Why does the human soul demand to be mothered and fathered? Because we human beings are not self-sufficient beings.  It is as simple as that.  We can break, get sick, and die. We have to struggle to stay alive at all, let along live well and peacefully.

We have two very vulnerable spots. We cannot supply our own stability of being, and we cannot supply our own meaning to life. We do not know who we are, and we do not know where we are going. But those are the mothering and fathering gifts. So we have to make it up as we go. It is a bad show, at best. And the best does not last long.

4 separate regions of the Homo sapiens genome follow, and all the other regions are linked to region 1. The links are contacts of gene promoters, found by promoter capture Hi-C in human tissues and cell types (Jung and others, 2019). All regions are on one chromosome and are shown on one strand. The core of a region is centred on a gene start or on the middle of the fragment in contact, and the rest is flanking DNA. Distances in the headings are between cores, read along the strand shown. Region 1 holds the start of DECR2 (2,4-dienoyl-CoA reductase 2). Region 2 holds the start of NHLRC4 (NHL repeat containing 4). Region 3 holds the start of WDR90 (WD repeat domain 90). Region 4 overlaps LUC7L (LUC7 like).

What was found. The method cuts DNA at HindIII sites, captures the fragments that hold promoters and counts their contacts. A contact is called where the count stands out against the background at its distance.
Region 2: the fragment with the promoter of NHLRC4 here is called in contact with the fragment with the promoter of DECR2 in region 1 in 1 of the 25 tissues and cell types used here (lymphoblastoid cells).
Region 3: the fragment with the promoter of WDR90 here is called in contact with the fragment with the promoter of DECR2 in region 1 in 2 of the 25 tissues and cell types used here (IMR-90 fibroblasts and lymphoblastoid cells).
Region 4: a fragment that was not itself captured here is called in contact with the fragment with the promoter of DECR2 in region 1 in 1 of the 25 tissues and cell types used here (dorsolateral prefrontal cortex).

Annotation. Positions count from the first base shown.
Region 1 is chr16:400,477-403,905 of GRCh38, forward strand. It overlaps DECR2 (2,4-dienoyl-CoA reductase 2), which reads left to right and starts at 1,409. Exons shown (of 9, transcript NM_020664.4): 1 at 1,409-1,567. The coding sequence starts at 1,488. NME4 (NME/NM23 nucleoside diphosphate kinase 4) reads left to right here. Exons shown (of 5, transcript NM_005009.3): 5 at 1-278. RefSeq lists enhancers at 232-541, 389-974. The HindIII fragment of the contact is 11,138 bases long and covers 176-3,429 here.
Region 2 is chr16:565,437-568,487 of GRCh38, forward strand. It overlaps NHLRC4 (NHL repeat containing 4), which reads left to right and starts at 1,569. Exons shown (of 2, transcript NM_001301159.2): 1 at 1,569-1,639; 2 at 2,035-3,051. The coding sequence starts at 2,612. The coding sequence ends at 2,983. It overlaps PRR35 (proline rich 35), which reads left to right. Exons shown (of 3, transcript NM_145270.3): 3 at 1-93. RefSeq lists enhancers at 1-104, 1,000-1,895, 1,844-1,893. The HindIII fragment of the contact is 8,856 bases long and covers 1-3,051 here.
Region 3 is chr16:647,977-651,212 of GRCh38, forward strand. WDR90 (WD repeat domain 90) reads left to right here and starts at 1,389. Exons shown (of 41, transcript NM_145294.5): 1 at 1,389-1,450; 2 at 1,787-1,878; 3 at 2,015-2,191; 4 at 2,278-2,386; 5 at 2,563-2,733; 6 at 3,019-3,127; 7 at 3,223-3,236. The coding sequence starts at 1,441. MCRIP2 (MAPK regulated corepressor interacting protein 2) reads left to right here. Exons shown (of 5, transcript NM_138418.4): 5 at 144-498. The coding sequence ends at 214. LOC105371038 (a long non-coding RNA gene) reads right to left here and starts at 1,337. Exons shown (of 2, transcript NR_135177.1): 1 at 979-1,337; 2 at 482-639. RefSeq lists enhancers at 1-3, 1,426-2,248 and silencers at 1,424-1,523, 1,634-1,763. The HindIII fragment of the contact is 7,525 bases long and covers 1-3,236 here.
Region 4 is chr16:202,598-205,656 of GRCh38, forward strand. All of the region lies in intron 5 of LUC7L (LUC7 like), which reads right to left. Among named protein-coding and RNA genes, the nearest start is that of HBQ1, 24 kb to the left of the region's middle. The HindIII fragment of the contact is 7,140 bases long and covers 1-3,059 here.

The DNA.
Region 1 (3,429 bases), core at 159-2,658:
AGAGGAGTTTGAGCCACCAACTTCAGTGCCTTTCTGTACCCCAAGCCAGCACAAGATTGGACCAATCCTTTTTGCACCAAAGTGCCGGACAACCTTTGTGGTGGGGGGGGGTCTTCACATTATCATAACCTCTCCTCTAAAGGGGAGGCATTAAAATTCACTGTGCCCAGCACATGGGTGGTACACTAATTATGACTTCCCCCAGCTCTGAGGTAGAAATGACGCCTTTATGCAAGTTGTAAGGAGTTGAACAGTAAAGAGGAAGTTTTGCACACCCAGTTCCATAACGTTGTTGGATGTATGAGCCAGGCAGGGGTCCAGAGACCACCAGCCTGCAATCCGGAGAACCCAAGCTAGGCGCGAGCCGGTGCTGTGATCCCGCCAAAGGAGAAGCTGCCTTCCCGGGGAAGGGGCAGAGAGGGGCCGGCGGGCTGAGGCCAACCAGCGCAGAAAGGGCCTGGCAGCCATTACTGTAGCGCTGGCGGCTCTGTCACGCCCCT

If that is so, then the Genesis passage where we are created in Imago Dei male and female is one of the most significant and powerful passages in all Scripture.

The passage points to the resolution of the battle of the sexes, and to the ready availability, precisely in the Imago Dei, of true mothering and true fathering. I am not sure why, but monotheism seems to lead to monogamy, one man, one woman, for life. It did eventually with the Hebrews, but I also am not sure just when that happened. "When" does not seem to be indicated in Scripture.

Real mothering and fathering can come only from God, not from ourselves. We, separated from God, are the problem, not the solution. There is nothing we ourselves can do about that. Only God can re-parent us. Not all the secular science and psychology in the world can change that. It has no resources by which to do that. Only God intruding Himself into our fallen world can restore our fallen sexual and gender nature.